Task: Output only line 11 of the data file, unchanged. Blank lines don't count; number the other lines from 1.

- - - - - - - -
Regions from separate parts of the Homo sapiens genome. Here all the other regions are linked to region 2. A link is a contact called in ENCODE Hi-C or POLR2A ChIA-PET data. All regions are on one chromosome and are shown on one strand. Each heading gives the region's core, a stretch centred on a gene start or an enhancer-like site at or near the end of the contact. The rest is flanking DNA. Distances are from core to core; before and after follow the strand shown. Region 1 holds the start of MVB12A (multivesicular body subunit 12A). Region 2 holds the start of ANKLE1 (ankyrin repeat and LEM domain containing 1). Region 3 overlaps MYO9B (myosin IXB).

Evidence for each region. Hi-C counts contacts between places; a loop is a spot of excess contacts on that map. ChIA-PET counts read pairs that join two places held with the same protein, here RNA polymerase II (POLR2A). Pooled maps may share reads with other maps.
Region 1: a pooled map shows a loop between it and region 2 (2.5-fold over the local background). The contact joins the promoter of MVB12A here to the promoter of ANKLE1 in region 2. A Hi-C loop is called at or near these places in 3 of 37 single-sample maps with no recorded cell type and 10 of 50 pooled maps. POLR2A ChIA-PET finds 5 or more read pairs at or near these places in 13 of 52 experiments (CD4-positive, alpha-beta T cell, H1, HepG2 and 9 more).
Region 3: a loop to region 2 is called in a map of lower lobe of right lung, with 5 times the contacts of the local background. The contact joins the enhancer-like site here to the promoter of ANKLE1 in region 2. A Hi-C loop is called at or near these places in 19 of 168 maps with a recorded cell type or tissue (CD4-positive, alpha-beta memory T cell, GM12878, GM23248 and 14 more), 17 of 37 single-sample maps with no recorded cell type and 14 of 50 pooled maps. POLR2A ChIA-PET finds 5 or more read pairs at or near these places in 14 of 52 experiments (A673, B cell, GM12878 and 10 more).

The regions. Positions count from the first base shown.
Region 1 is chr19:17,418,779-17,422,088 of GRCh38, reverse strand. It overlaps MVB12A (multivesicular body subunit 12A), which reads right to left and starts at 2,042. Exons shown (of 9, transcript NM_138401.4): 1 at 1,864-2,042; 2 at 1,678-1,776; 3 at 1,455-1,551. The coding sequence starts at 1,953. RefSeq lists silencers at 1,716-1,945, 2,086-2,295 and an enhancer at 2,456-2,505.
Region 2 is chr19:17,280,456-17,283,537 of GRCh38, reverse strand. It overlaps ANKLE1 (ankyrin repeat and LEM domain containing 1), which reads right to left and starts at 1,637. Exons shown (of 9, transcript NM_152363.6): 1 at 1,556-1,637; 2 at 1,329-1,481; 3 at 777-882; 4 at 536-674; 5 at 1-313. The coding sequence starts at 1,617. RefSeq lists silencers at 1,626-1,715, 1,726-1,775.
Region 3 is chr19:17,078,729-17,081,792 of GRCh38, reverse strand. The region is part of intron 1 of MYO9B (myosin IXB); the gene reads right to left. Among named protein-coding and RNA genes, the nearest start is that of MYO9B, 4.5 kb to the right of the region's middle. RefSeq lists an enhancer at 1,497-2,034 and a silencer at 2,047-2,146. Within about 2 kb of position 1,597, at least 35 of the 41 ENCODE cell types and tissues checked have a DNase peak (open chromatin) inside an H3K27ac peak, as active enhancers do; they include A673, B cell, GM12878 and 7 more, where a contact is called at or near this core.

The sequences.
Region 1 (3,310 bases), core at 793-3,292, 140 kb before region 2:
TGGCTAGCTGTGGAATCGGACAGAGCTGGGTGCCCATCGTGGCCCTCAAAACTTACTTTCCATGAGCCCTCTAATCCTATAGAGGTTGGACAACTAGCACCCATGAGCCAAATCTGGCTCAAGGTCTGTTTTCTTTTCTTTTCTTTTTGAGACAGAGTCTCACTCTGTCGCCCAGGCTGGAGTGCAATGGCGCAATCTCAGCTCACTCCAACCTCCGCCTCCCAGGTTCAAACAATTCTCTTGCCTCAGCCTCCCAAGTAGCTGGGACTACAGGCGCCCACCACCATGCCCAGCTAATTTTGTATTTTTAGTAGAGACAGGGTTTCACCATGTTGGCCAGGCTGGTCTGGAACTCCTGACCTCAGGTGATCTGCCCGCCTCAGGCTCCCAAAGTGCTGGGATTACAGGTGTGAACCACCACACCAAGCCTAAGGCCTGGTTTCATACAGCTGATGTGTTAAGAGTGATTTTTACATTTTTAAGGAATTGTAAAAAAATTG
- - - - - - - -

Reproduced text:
TGGCTAGCTGTGGAATCGGACAGAGCTGGGTGCCCATCGTGGCCCTCAAAACTTACTTTCCATGAGCCCTCTAATCCTATAGAGGTTGGACAACTAGCACCCATGAGCCAAATCTGGCTCAAGGTCTGTTTTCTTTTCTTTTCTTTTTGAGACAGAGTCTCACTCTGTCGCCCAGGCTGGAGTGCAATGGCGCAATCTCAGCTCACTCCAACCTCCGCCTCCCAGGTTCAAACAATTCTCTTGCCTCAGCCTCCCAAGTAGCTGGGACTACAGGCGCCCACCACCATGCCCAGCTAATTTTGTATTTTTAGTAGAGACAGGGTTTCACCATGTTGGCCAGGCTGGTCTGGAACTCCTGACCTCAGGTGATCTGCCCGCCTCAGGCTCCCAAAGTGCTGGGATTACAGGTGTGAACCACCACACCAAGCCTAAGGCCTGGTTTCATACAGCTGATGTGTTAAGAGTGATTTTTACATTTTTAAGGAATTGTAAAAAAATTG